Plus, the lead solder mentioned crucifixion as a punishment, not exactly pleasant, and especially lending an overtone of control and cruelty to the emperor. I would expect retribution to come to the sister; she may be more useful where she is, but that much more useful? Much of the risk of repercussion could be avoided just by not being there, first of all, or secondly by just running and not attacking the soldiers. The running can be explained away more easily than an attack on representatives of the emperor, after all.

Now, I don't want to say these problems are insurmountable. Some of them, such as her going outside rather than staying in, can easily be explained by a small sentence or part of a sentence describing her thought process leading her to go outside. Attacking the soldiers is harder, but if you show she has reason to think she either has to, or has a reasonable chance at a good outcome, it may work better.

Finally, from what I've seen so far the metsi give their people very interesting and vast powers, but I would imagine nearly everyone by now knows how dogs track. I was thrown off by the idea that the canimetsi soldier could track Lisu even as she is escaping two stories or more above him. You may want to explain a bit further how that works, either by referring to them going well above and beyond what dogs have been shown to do, or the combination of intelligence with the ability to follow the scent leading the soldier to intelligently predict where she might go, and scent those places for her traces.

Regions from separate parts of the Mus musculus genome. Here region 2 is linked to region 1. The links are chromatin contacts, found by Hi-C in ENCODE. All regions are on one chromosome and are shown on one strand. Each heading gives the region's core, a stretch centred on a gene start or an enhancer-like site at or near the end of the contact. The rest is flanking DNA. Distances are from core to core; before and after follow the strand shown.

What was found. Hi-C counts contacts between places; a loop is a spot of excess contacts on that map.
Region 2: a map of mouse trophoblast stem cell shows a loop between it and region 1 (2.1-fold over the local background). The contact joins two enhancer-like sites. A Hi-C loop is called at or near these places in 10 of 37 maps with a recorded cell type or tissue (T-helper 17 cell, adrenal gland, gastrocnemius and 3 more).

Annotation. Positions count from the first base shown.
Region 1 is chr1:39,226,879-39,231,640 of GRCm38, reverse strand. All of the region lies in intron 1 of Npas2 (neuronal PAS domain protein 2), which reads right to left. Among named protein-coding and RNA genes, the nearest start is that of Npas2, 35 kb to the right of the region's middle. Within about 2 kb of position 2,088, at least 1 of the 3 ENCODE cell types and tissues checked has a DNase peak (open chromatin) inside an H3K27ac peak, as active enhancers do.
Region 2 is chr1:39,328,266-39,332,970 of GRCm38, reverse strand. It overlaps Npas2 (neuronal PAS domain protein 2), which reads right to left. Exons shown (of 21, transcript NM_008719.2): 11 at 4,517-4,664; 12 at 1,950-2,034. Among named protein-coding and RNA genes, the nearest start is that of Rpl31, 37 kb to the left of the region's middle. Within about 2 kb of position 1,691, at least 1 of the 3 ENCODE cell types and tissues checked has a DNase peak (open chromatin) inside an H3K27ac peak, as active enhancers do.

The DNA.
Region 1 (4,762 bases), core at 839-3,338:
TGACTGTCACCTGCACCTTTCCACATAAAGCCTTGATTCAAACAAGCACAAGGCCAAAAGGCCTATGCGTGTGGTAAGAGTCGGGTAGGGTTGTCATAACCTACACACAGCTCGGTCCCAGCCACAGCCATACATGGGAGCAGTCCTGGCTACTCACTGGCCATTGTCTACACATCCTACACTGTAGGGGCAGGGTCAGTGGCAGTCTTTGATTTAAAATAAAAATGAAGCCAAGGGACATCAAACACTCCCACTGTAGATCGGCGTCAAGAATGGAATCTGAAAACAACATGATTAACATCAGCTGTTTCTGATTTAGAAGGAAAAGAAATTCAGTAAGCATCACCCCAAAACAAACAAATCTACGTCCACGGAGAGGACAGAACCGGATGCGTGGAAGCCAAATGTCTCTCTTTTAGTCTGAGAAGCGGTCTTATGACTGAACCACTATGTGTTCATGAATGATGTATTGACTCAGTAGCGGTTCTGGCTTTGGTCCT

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Having read your Jhuz chapters I’m already reasonably familiar with your magic system, but since it’s been a while the names of the practitioners took some getting used to again. The start of the chapter, the philosophical debate, didn’t do much for me. This early in the story it lacks relevance and it feels instead like a maid-butler info-dump.

A little after that you do a sort of reversal of speaker and action, which makes the conversation between Lisu and Crissa hard to follow. I’ll explain what I mean. Someone speaks (attributed in places with ‘she said’ or a variation thereof) which is then followed by another character taking an action in the same paragraph. I found this confusing, since the speaker’s identity is not made clear. I had to backtrack when you finally wrote ‘Lisu replied’ to see who actually spoke where.